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Montecristo Captain Quixote

montecristo

The World Line of the Horizon Star

Some would say I was a lost man in a lost world


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montecristo

Apparently it's cutting back on the carbs, not increasing exercise...

I just read an article in New York Magazine online that newer research indicates that exercise alone only makes one hungrier and that cutting carbohydrates is what causes weight loss. Apparently, it is insulin and a hormone called lipoprotein lipase (LPL) that are the biggest factors in the feedback loop that determines whether calories consumed are stored as fat or burned in muscle. Hmm, this may require some dietary thought on my part.

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As usual, the NYT isn't telling the whole story. You can probably find that research at Pubmed. The truth is, it's a combination that causes fat loss. Cutting back on carbs is a good idea because it changes your macronutrient ratios, allowing you to retain more muscle while losing fat.

Women, especially, seem to binge after doing cardio, btw.

And ultimately, if you don't have excess calories, they can't be stored as fat. ;-)

Yeah, the NYT is famous for missing some of the news that's fit to print

The New York Times is off the hook on this story though. This is from New York Magazine. The rest of the comment is certainly food for thought. ; )

Mainly, I was most intrigued by the idea that much of medicine and health journalism had been influenced by black-box thermodynamic thinkng.

Re: Yeah, the NYT is famous for missing some of the news that's fit to print

Ha ha! I didn't read carefully enough. That's what I get for multi-tasking!


Re: Yeah, the NYT is famous for missing some of the news that's fit to print

Mainly, I was most intrigued by the idea that much of medicine and health journalism had been influenced by black-box thermodynamic thinkng.

I agree. Whenever I hear 3500 Kcals=1 lb I cringe. It's not valid and for some people it's like comparing Toyota's gas mileage and a Hummer. Not everyone's metabolism is the same.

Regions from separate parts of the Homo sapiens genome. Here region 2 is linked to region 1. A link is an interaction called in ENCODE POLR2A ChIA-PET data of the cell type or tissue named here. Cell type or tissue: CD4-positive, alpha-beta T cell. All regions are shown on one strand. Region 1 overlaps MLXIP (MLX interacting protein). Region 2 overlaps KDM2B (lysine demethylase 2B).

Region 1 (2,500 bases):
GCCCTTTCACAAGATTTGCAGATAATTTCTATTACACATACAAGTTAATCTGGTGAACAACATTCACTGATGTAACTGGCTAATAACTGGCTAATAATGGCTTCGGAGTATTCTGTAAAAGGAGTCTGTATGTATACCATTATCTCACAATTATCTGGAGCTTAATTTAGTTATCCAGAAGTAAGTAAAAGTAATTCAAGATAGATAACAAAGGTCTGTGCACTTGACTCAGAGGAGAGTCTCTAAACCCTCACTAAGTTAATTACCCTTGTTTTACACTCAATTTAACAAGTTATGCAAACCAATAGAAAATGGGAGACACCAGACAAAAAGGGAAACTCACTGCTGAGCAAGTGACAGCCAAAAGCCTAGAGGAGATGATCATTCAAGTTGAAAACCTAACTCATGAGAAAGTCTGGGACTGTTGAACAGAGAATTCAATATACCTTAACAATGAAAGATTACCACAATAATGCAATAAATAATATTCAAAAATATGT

Re: Yeah, the NYT is famous for missing some of the news that's fit to print

Yes, I see your point but that's not exactly what I was meaning. In treating the human body like a thermodynamic black box, medical professionals are building a mindset of energy in vs energy out, as opposed to a better, more useful framework where the focus is on what happens to the mass consumed and how it is actually used by the body. It's true that everyone's metabolism is different, but reducing studies to mere thermodynamics accounting simplifies even that subtlety away. Mostly, I'm kind of incredulous that the medical profession, as a group, would adopt such simplistic models where diet and exercise are concerned, when they have gone to such admirable lengths to study other various biological processes and pathologies in the body to such an amazing detail. Maybe people are just inclined to take nutrition for granted, to a certain extent — it just doesn't have the "drama" or "sexiness" that the study of pathologies apparently does.

Except for the exercise part, this has been my "take" for years, especially since I'm diabetic. I was surprised about exercise not helping, though.

It's not that exercise doesn't help; it does. But you can lose weight without exercising if you reduce carbs. It's much, much more difficult to lose weight with only exercise because it actually increases your hunger. Most people are going to eat when they are hungry, so they eat more. Hence, they do not create a caloric deficit, so they don't lose weight (and may even gain).



Cutting Carbs really helped me this year and I feel tons better when I don't eat them in excess. When I overload I nosedive for the sofa...don't eat as much either. Go figure! :)

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